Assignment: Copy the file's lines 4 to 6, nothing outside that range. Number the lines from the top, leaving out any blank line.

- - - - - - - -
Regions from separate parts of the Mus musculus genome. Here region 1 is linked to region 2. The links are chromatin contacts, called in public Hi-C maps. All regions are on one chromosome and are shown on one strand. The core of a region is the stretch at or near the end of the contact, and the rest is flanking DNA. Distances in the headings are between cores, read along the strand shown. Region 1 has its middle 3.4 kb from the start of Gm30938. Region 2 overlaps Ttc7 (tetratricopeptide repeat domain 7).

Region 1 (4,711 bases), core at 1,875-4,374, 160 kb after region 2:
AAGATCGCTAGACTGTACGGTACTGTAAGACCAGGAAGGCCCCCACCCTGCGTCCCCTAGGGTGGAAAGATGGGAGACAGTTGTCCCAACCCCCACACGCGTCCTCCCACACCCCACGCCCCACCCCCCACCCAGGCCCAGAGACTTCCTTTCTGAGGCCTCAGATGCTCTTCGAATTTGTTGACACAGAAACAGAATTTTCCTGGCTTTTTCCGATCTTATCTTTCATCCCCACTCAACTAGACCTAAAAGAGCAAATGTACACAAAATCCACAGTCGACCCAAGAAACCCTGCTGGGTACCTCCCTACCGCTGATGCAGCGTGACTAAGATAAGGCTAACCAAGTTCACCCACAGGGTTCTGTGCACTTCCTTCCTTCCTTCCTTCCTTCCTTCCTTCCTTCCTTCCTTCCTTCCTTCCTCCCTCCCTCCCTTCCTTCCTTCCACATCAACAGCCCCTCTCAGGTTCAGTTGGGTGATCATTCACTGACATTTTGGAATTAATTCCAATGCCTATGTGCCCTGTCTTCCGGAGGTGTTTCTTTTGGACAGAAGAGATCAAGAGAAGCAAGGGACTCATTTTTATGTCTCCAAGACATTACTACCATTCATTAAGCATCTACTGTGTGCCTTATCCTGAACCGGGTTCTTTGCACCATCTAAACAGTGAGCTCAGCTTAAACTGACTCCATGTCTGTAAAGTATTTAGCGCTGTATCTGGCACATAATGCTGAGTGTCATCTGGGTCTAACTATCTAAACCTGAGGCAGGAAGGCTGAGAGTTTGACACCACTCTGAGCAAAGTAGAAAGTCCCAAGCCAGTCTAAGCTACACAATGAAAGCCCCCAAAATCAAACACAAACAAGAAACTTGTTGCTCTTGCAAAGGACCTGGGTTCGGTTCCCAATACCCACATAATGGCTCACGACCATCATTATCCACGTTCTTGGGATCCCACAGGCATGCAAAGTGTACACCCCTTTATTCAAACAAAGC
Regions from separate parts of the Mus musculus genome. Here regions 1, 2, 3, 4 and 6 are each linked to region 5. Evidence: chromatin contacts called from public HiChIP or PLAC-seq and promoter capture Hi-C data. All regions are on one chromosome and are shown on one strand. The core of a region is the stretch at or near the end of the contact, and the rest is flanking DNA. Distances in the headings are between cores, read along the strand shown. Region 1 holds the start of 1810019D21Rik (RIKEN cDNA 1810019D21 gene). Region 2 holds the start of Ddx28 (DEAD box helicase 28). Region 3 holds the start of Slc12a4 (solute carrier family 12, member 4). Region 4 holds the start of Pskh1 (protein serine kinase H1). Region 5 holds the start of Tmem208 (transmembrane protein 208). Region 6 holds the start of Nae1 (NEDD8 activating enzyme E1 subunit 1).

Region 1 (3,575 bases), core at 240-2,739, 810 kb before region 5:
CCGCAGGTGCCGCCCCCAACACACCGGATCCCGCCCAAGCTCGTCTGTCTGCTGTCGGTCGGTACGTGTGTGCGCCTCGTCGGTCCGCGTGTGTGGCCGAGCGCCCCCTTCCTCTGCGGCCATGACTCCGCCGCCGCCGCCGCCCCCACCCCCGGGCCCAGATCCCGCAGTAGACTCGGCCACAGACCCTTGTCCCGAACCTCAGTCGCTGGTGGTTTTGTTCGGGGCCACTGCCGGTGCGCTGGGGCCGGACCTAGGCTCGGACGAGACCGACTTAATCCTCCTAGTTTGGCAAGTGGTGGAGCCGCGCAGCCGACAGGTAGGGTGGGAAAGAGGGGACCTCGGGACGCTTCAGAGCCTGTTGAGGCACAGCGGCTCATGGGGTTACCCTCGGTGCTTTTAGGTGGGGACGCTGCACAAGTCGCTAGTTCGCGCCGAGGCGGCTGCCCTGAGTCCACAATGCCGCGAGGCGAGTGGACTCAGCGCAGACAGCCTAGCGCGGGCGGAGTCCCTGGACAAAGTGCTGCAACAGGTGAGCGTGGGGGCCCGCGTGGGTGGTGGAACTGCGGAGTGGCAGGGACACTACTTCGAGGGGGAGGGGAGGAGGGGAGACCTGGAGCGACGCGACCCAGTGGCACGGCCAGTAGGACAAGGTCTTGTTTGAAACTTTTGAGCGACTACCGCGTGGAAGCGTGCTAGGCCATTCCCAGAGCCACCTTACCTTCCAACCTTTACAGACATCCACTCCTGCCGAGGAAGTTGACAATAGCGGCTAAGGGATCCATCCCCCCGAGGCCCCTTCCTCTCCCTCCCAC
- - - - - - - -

Regions from separate parts of the Mus musculus genome. Here regions 1, 2, 3, 4 and 6 are each linked to region 5. Evidence: chromatin contacts called from public HiChIP or PLAC-seq and promoter capture Hi-C data. All regions are on one chromosome and are shown on one strand. The core of a region is the stretch at or near the end of the contact, and the rest is flanking DNA. Distances in the headings are between cores, read along the strand shown. Region 1 holds the start of 1810019D21Rik (RIKEN cDNA 1810019D21 gene). Region 2 holds the start of Ddx28 (DEAD box helicase 28). Region 3 holds the start of Slc12a4 (solute carrier family 12, member 4). Region 4 holds the start of Pskh1 (protein serine kinase H1). Region 5 holds the start of Tmem208 (transmembrane protein 208). Region 6 holds the start of Nae1 (NEDD8 activating enzyme E1 subunit 1).

Region 1 (3,575 bases), core at 240-2,739, 810 kb before region 5:
CCGCAGGTGCCGCCCCCAACACACCGGATCCCGCCCAAGCTCGTCTGTCTGCTGTCGGTCGGTACGTGTGTGCGCCTCGTCGGTCCGCGTGTGTGGCCGAGCGCCCCCTTCCTCTGCGGCCATGACTCCGCCGCCGCCGCCGCCCCCACCCCCGGGCCCAGATCCCGCAGTAGACTCGGCCACAGACCCTTGTCCCGAACCTCAGTCGCTGGTGGTTTTGTTCGGGGCCACTGCCGGTGCGCTGGGGCCGGACCTAGGCTCGGACGAGACCGACTTAATCCTCCTAGTTTGGCAAGTGGTGGAGCCGCGCAGCCGACAGGTAGGGTGGGAAAGAGGGGACCTCGGGACGCTTCAGAGCCTGTTGAGGCACAGCGGCTCATGGGGTTACCCTCGGTGCTTTTAGGTGGGGACGCTGCACAAGTCGCTAGTTCGCGCCGAGGCGGCTGCCCTGAGTCCACAATGCCGCGAGGCGAGTGGACTCAGCGCAGACAGCCTAGCGCGGGCGGAGTCCCTGGACAAAGTGCTGCAACAGGTGAGCGTGGGGGCCCGCGTGGGTGGTGGAACTGCGGAGTGGCAGGGACACTACTTCGAGGGGGAGGGGAGGAGGGGAGACCTGGAGCGACGCGACCCAGTGGCACGGCCAGTAGGACAAGGTCTTGTTTGAAACTTTTGAGCGACTACCGCGTGGAAGCGTGCTAGGCCATTCCCAGAGCCACCTTACCTTCCAACCTTTACAGACATCCACTCCTGCCGAGGAAGTTGACAATAGCGGCTAAGGGATCCATCCCCCCGAGGCCCCTTCCTCTCCCTCCCAC